Illegal dismissal occurs when security guards who were relieved from duties were not given new assignment.


Respondents, Flores, et al. (Flores, et al.) were security guards previously employed by People’s Security, Inc. (PSI). Flores, et al. were assigned at the various facilities of Philippine Long Distance Telephone Company (PLDT) pursuant to a security services agreement between PSI and PLDT. However, PSI’s security services agreement with PLDT was terminated and, accordingly, PSI recalled its security guards assigned to PLDT including Flores, et al.

The Labor Code of the Philippines 2018 Edition by Atty. Villanueva

Flores, et al., together with several other security guards employed by PSI, filed a complaint for illegal dismissal with the National Labor Relations Commission (NLRC) against PLDT and PSI, claiming that they were PLDT employees. The LA held that they were employees of PLDT and ordered their reinstatement. The NLRC however, set aside the LA Decision. The CA affirmed the NLRC Decision. Ultimately, the SC affirmed the CA.

Thereafter, Flores, et al. were relieved from their respective assignments pursuant to Special Order No. 20031010 issued by the Operations Manager of PSI. Accordingly, Flores and Tapiru filed with the NLRC a complaint for illegal dismissal and non-payment of service incentive leave pay and cash bond, with prayer for separation pay, against PSI and its President Nestor Racho (Racho) [PSI, et al.].

PSI, et al. filed a Motion to Dismiss the complaints for illegal dismissal on the ground of forum shopping. The LA dismissed the case for forum shopping. The NLRC reversed the LA and remanded the case to the LA for further proceedings. The LA required them to submit their position papers.

Flores, et al. claimed that after they were relieved from their assignment in the warehouse in Sta. Ana, Manila they repeatedly reported to PSI’s office for possible assignment, but the latter refused to give them any assignment.

PSI, et al. however, asserted that Flores, et al. were merely relieved from their assignment in the warehouse in Sta. Ana, Manila and that the same was on account of their performance evaluation, which indicated that they were ill-suited for the said assignment. They likewise averred that while Flores, et al. vacated their post pursuant to Special Order No. 20031010, the latter refused to acknowledge receipt of the same. PSI, et al. claimed that Flores, et al., after vacating their posts in the warehouse in Sta. Ana, Manila, no longer reported to PSI’ s premises for their next assignment.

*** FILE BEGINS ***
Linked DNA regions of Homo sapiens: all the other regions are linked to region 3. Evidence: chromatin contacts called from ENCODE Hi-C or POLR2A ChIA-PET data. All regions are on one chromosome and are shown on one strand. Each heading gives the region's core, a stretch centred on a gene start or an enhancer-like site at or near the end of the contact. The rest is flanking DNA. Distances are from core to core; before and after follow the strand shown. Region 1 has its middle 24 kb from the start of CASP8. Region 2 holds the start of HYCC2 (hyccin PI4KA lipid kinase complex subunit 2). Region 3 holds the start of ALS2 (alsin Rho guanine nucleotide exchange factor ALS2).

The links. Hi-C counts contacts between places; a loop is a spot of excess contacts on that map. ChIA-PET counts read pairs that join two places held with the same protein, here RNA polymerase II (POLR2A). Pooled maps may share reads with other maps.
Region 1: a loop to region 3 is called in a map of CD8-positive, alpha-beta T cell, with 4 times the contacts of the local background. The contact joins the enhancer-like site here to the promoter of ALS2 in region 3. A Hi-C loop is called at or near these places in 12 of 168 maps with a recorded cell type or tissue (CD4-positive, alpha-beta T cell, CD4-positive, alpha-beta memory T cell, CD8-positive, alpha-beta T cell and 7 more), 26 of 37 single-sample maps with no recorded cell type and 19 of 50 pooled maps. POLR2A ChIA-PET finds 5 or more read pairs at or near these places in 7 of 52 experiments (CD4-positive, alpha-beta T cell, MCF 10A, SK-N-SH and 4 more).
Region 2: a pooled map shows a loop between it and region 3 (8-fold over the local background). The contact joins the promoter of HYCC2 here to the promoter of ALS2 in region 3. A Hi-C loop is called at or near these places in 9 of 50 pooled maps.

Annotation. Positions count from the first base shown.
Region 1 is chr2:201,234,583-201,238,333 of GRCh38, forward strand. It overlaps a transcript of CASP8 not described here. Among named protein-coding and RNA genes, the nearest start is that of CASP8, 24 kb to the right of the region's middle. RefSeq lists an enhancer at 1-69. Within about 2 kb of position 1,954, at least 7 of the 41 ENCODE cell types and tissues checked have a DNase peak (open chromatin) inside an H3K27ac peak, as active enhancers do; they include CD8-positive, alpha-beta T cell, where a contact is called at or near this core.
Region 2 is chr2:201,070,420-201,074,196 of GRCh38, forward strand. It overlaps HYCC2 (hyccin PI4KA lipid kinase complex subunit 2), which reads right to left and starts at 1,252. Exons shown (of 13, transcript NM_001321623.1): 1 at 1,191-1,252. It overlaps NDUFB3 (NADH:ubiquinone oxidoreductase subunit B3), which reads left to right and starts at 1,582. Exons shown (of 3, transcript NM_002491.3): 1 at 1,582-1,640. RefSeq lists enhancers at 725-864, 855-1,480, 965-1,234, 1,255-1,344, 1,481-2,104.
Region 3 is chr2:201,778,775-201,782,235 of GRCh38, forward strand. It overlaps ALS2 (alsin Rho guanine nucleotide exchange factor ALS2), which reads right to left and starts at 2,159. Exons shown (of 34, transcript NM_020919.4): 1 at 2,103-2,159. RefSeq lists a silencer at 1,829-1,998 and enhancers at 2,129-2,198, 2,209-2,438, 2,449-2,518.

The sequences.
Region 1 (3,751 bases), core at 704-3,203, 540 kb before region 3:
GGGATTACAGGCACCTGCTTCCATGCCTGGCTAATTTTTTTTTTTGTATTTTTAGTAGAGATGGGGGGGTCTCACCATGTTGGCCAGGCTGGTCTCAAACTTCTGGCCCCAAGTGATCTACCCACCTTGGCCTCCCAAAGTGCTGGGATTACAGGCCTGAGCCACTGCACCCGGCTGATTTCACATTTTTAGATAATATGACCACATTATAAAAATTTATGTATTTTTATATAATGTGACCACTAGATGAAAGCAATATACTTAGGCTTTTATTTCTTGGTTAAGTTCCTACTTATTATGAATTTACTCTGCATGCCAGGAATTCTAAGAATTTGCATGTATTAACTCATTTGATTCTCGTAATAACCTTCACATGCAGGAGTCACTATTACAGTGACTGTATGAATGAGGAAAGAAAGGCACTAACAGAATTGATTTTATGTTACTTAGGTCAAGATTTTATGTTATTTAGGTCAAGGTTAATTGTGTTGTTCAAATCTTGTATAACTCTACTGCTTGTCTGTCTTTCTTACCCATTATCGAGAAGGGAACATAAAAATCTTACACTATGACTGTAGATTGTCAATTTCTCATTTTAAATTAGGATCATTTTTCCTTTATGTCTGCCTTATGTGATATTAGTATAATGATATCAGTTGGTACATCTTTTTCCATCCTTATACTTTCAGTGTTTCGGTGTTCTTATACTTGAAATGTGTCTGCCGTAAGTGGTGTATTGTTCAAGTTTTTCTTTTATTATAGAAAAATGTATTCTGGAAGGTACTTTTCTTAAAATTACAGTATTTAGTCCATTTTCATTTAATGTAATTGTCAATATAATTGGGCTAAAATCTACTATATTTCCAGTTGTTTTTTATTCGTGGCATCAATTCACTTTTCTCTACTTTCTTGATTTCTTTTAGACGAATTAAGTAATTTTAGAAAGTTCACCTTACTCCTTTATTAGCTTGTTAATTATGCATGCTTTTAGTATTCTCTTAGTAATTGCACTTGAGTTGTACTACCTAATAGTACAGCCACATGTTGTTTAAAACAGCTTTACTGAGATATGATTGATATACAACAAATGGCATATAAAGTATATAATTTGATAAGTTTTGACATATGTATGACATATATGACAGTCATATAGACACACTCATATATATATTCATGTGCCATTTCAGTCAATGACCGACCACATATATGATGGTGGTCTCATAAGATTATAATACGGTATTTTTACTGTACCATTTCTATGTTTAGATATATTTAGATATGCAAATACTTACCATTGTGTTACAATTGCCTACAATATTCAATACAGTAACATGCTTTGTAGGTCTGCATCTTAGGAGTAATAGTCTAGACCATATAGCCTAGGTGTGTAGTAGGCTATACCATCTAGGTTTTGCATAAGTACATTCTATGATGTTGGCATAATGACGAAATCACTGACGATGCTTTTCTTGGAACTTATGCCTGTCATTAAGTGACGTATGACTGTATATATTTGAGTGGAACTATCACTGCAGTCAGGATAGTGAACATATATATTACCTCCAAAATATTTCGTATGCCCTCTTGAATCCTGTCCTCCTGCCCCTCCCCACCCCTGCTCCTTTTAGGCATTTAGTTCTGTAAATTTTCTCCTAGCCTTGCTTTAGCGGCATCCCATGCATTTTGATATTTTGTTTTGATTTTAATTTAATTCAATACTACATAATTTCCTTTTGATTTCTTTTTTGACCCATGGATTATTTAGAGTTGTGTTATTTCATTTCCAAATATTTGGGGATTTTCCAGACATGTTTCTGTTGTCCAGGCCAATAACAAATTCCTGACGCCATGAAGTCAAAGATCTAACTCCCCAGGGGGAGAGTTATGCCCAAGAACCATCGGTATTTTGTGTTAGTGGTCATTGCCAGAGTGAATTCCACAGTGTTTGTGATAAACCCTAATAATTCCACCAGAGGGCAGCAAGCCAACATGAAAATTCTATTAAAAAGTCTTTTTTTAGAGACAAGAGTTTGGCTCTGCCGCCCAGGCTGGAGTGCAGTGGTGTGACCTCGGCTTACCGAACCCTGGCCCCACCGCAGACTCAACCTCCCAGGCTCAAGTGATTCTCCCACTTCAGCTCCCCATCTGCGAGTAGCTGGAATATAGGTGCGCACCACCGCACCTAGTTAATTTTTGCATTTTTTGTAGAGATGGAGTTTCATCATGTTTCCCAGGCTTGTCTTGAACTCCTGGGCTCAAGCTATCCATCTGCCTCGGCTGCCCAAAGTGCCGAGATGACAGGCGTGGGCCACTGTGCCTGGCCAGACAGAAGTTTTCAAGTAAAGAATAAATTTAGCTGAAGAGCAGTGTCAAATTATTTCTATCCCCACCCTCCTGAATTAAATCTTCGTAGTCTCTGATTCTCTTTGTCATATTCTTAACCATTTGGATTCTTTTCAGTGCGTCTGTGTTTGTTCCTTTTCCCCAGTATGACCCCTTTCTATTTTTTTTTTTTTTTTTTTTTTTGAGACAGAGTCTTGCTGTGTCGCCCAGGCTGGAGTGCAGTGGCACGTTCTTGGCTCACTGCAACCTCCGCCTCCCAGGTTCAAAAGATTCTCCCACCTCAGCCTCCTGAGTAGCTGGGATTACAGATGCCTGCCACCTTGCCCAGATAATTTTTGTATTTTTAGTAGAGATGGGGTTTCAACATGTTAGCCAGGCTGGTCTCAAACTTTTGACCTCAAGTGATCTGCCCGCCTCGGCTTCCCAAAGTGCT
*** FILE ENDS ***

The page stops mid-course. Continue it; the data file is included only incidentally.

PSI, et al. further pointed out that Flores, et al.’s relief from their last assignment was an exercise of PSI’ s management prerogative to transfer its employees in accordance with the requirements of its business. They also claimed that Flores, et al., in failing to report to PSI’s premises after being relieved from their previous   assignment, had abandoned and effectively resigned from their employment.

LA Ruling:

The LA rendered a Decision finding that Flores, et al. were illegally from their employment and, thus, directing PSI, et al. jointly and severally liable to pay the former separation pay and backwages. The LA dismissed PSI, et al.’ defense of abandonment, ruling that the records do not bear any credible evidence that would warrant such a finding.

NLRC Ruling:

The NLRC reversed the LA. Flores, et al. filed MR but it was denied.

Aggrieved, Flores, et al. filed a petition for certiorari with the CA, maintaining that they were illegally dismissed from their employment and that PSI, et al. failed to substantiate their defense of abandonment.

CA Ruling:

CA rendered the assailed Decision, reversing the NLRC’s Decision.

In finding that Flores, et al. were illegally dismissed, the CA found that PSI, et al. failed to prove that Flores, et al. had abandoned their work and that their defense of abandonment was negated by the filing of a case for illegal dismissal.

The CA likewise opined that PSI, et al. failed to prove that it sent Flores, et al. a written notice asking them to explain their supposed failure to report to work as required under Book V, Rule XIV, Sections 2 and 5 of the Implementing Rules of the Labor Code.

PSI, et al. sought reconsideration of the CA’ s Decision but it was denied by the CA. Hence, the petition before the SC.


Whether or not there is dismissal when the employees alleged to have been refused to be furnished work while employer claims abandonment